Okefenokee Trip, March 1996

David Wolf's Home Page | Sierra Club Environmental Alert | The Photos


Introduction

The pictures from our trip to the Okefenokee Swamp are below. First, there is the text of an environmental alert that the Sierra Club has asked to be included on this page. If you want to help protect this wonderful and unique natural resource, then read on.

By the way, the pictures are fairly detailed, so they do take a few minutes to load at 28.8 bps. Grab a drink and when you get back, the pictures should be viewable.

NEW: I have received a letter from a resident near the Okefenokee Park. He expresses his concern with the environment around the Okefenokee in a most eloquent manner. Don't miss it below.


Okefenokee Swamp Threatened By DuPont Strip Mine

The Okefenokee National Wildlife Refuge is a biologically rich ecosystem - a vast bog inside a huge saucer-shaped depression that was once part of the ocean floor. Of the 438,000 acres of swamp, approximately 354,000 acres are designated wilderness. It is home to endangered and threatened species including the wood stork, the red cockaded woodpecker, the indigo snake and the parrot pitcher plant. It is also one of the last strongholds of the Florida black bear.

The natural integrity of the Okefenokee, one of the largest and most primitive swamps in America, is in jeopardy. DuPont has plans to mine for titanium on 38,000 acres on Trail Ridge along the eastern boundary of the refuge. The mine will be an "open pit" mine and will be in operation for 50 years. DuPont will begin the process of applying for the necessary permits at any time.

There Are Many Environmental Concerns About the Mining Operation:

The Okefenokee Is Dependent on Water...

Wildlife Habitat is At Risk...

The Mine Will Pollute the Swamp...

DuPont's Environmental Track Record...

WE NEED TO STOP DUPONT BEFORE THEY INVEST TIME AND MONEY IN THE PERMITTING PROCESS

Write letters to DuPont expressing your concerns about this project. Send a copy to us- we need a record of the comments DuPont receives to hold them accountable for their responses and report the volume of concern to the news media.

If you have a little more time, please send copies to President Clinton and Bruce Babbitt, Secretary of the Interior.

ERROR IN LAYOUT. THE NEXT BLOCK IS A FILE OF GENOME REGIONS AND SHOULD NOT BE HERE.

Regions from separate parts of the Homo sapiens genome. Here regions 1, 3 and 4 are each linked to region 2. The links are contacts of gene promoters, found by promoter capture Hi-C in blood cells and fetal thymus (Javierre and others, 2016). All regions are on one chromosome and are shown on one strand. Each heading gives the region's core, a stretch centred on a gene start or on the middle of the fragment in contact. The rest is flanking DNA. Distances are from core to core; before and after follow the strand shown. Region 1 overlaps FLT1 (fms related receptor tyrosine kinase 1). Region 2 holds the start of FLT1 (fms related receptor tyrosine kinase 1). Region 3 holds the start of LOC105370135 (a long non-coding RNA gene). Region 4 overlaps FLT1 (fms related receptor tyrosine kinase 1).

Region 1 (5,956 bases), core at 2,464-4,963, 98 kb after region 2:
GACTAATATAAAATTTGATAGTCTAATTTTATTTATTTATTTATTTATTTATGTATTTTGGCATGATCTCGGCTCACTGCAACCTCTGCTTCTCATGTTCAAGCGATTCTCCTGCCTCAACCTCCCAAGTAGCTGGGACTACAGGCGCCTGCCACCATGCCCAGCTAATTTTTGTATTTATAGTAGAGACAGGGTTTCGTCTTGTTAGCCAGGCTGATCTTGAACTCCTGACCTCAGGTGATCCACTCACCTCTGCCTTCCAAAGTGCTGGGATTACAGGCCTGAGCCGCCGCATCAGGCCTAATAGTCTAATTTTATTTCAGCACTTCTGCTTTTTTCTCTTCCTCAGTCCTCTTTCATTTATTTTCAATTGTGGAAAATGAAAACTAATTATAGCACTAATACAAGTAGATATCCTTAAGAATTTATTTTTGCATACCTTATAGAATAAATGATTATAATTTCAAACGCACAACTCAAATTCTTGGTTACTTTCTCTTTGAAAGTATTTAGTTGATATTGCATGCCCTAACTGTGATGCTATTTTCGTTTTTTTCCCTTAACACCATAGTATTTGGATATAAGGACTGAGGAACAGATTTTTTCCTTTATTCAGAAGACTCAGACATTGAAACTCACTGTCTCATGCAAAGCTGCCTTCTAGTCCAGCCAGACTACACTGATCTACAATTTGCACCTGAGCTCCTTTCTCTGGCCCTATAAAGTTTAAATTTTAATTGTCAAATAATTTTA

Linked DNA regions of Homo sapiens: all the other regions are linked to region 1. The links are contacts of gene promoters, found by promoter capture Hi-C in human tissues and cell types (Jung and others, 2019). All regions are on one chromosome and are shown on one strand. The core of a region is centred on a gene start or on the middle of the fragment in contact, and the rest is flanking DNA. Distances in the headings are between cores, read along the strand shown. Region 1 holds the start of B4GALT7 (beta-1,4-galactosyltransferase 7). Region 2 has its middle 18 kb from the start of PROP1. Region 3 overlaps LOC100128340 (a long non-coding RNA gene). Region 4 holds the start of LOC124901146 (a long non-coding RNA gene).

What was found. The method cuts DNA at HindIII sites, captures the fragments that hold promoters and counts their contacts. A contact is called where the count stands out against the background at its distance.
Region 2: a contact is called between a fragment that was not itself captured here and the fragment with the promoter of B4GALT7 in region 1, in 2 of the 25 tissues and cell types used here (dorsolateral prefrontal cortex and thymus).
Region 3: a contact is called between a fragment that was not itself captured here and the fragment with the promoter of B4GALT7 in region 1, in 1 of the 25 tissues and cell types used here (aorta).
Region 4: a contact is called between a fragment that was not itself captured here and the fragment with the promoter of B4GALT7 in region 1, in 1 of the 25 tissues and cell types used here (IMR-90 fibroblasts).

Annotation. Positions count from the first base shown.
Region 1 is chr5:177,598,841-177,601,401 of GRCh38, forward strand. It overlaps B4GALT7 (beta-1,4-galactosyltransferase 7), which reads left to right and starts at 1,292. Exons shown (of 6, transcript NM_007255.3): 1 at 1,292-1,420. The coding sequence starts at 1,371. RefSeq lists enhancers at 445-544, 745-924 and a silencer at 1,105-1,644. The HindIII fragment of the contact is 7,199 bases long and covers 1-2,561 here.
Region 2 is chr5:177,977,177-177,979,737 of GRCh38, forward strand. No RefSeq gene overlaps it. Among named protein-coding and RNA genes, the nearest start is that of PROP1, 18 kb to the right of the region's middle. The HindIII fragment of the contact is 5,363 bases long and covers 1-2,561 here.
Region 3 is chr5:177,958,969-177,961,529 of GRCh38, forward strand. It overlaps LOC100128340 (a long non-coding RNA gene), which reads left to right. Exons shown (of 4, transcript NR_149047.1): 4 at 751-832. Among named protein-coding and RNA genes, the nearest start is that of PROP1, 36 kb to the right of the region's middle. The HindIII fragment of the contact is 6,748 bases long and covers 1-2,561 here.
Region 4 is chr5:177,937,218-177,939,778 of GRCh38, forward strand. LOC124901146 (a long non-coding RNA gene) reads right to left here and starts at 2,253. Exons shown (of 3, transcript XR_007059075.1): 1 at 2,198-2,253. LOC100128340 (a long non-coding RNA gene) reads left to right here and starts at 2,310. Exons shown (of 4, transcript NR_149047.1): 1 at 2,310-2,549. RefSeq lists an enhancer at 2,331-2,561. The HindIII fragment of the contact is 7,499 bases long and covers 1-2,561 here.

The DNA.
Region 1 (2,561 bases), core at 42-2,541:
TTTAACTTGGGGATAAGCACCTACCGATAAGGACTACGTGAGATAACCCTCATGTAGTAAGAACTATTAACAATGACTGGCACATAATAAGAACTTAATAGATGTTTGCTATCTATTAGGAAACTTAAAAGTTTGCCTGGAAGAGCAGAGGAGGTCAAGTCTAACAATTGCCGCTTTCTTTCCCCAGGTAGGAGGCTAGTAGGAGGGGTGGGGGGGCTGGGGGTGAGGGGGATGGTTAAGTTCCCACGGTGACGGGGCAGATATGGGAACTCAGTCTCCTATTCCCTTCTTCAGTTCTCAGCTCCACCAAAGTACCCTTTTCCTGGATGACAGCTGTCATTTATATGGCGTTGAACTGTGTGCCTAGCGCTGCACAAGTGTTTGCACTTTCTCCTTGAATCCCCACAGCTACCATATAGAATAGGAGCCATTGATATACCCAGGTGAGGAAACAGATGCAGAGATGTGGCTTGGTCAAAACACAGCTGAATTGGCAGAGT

Important Addresses:

DuPont
John A. Krol
CEO, DuPont Corp.
1007 Market Street
Wilmington, DE 19898
1-800-853-7515

President Clinton
1600 Pennsylvania Avenue, NW
Washington, DC 20500

Bruce Babbitt
Department of Interior
1849 C St., NW
Washington, D.C. 20240

Please send a copy to: Okefenokee Campaign
Sierra Club
1447 Peachtree St., suite 305
Atlanta, GA 30309
(404) 888-9778


Visitor Letter

Here is a letter I received from a visitor to this page. It beautifully conveys what is at stake when risking environmental damage in the Okefenokee. From my visit there, I learned of tremendous destruction of the swamp throughout our history there. For example, none of the ancient, giant Cyprus trees remain, as they were all milled. The swamp is struggling to survive and recover some of what it once was. In Nikki's letter, we see the importance of preserving the Okefenokee for future generations. We also get a sense of friendly the people are in the area. This unique place should not be put at risk.

Nikki's Letter

David,
Hello. My name in Nikki Sofge, I live in Folkston, Ga. It is about ten
minutes away from the Okefenokee Swamp. I have put in approximately 60
hours of volunteer work in the swamp. My age is 15. I feel that DuPont
has potential to be very harmful to the extremely sensitive ecosystem of
our area. If DuPont makes a mistake, our entire area could be damaged.
I will gladly take part in your "campaign" against open-pit mining at
Trail Ridge. I'm glad that you enjoyed your trip to the swamp. Please
visit again if you ever get the chance.

Sincerely,
Nikki Sofge
[5/31/97]


Canoeing on the Okefenokee Swamp
March, 1996

Jen paddling, keeping a sharp lookout for alligators


Billy's Lake, named after Billy


Alligator trying to get some spring sun. Notice the dark resin color of the water


Canoeing through the Cyprus trees of Minnie's Run


The phone booth, marking the end of Minnie's Run on Billy's Lake


Okefenokee Dave with his cane pole and a little bream


All 4 bream that I caught (cute, aren't they?) were returned to the water


The spot the bream was caught (in the center, between the bush and the bank, in the shade) - the only spot anybody caught anything that day!


Aerial view


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